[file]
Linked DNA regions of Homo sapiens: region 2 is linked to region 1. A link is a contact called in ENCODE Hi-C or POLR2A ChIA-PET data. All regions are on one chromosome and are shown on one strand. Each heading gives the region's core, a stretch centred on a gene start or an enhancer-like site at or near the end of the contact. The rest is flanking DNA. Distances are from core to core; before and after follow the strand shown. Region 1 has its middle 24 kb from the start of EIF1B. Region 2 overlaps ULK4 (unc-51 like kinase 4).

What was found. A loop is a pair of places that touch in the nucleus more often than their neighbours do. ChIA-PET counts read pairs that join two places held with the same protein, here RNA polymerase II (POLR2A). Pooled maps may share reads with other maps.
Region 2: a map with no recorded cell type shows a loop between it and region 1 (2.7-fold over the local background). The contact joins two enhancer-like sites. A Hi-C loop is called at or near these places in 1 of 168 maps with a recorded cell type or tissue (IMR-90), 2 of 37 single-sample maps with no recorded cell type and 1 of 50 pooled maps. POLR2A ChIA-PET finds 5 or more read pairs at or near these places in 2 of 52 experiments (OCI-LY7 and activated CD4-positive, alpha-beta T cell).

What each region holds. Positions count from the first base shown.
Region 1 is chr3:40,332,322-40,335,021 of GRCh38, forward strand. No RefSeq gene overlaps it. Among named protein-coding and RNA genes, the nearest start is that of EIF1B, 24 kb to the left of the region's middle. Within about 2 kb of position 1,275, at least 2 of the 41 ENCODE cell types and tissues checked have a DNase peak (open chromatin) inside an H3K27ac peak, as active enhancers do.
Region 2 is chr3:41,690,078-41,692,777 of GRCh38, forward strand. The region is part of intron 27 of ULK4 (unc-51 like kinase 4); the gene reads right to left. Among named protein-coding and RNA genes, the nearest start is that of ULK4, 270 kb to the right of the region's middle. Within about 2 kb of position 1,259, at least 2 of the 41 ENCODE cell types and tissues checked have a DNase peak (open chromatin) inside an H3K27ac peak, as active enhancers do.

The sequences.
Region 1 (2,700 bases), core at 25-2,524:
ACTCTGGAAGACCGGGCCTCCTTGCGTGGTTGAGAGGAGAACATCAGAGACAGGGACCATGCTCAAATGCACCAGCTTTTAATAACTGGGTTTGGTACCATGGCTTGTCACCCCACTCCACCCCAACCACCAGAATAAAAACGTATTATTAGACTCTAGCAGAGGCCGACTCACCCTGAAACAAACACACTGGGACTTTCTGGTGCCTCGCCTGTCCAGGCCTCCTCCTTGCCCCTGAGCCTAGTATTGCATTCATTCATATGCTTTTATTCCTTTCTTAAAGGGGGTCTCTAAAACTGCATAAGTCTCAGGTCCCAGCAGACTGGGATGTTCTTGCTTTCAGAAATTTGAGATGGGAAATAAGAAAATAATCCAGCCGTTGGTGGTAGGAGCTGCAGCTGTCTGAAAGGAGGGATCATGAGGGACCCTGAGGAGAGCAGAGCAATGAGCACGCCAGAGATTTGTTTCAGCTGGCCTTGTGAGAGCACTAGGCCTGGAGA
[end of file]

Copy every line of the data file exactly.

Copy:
Linked DNA regions of Homo sapiens: region 2 is linked to region 1. A link is a contact called in ENCODE Hi-C or POLR2A ChIA-PET data. All regions are on one chromosome and are shown on one strand. Each heading gives the region's core, a stretch centred on a gene start or an enhancer-like site at or near the end of the contact. The rest is flanking DNA. Distances are from core to core; before and after follow the strand shown. Region 1 has its middle 24 kb from the start of EIF1B. Region 2 overlaps ULK4 (unc-51 like kinase 4).

What was found. A loop is a pair of places that touch in the nucleus more often than their neighbours do. ChIA-PET counts read pairs that join two places held with the same protein, here RNA polymerase II (POLR2A). Pooled maps may share reads with other maps.
Region 2: a map with no recorded cell type shows a loop between it and region 1 (2.7-fold over the local background). The contact joins two enhancer-like sites. A Hi-C loop is called at or near these places in 1 of 168 maps with a recorded cell type or tissue (IMR-90), 2 of 37 single-sample maps with no recorded cell type and 1 of 50 pooled maps. POLR2A ChIA-PET finds 5 or more read pairs at or near these places in 2 of 52 experiments (OCI-LY7 and activated CD4-positive, alpha-beta T cell).

What each region holds. Positions count from the first base shown.
Region 1 is chr3:40,332,322-40,335,021 of GRCh38, forward strand. No RefSeq gene overlaps it. Among named protein-coding and RNA genes, the nearest start is that of EIF1B, 24 kb to the left of the region's middle. Within about 2 kb of position 1,275, at least 2 of the 41 ENCODE cell types and tissues checked have a DNase peak (open chromatin) inside an H3K27ac peak, as active enhancers do.
Region 2 is chr3:41,690,078-41,692,777 of GRCh38, forward strand. The region is part of intron 27 of ULK4 (unc-51 like kinase 4); the gene reads right to left. Among named protein-coding and RNA genes, the nearest start is that of ULK4, 270 kb to the right of the region's middle. Within about 2 kb of position 1,259, at least 2 of the 41 ENCODE cell types and tissues checked have a DNase peak (open chromatin) inside an H3K27ac peak, as active enhancers do.

The sequences.
Region 1 (2,700 bases), core at 25-2,524:
ACTCTGGAAGACCGGGCCTCCTTGCGTGGTTGAGAGGAGAACATCAGAGACAGGGACCATGCTCAAATGCACCAGCTTTTAATAACTGGGTTTGGTACCATGGCTTGTCACCCCACTCCACCCCAACCACCAGAATAAAAACGTATTATTAGACTCTAGCAGAGGCCGACTCACCCTGAAACAAACACACTGGGACTTTCTGGTGCCTCGCCTGTCCAGGCCTCCTCCTTGCCCCTGAGCCTAGTATTGCATTCATTCATATGCTTTTATTCCTTTCTTAAAGGGGGTCTCTAAAACTGCATAAGTCTCAGGTCCCAGCAGACTGGGATGTTCTTGCTTTCAGAAATTTGAGATGGGAAATAAGAAAATAATCCAGCCGTTGGTGGTAGGAGCTGCAGCTGTCTGAAAGGAGGGATCATGAGGGACCCTGAGGAGAGCAGAGCAATGAGCACGCCAGAGATTTGTTTCAGCTGGCCTTGTGAGAGCACTAGGCCTGGAGA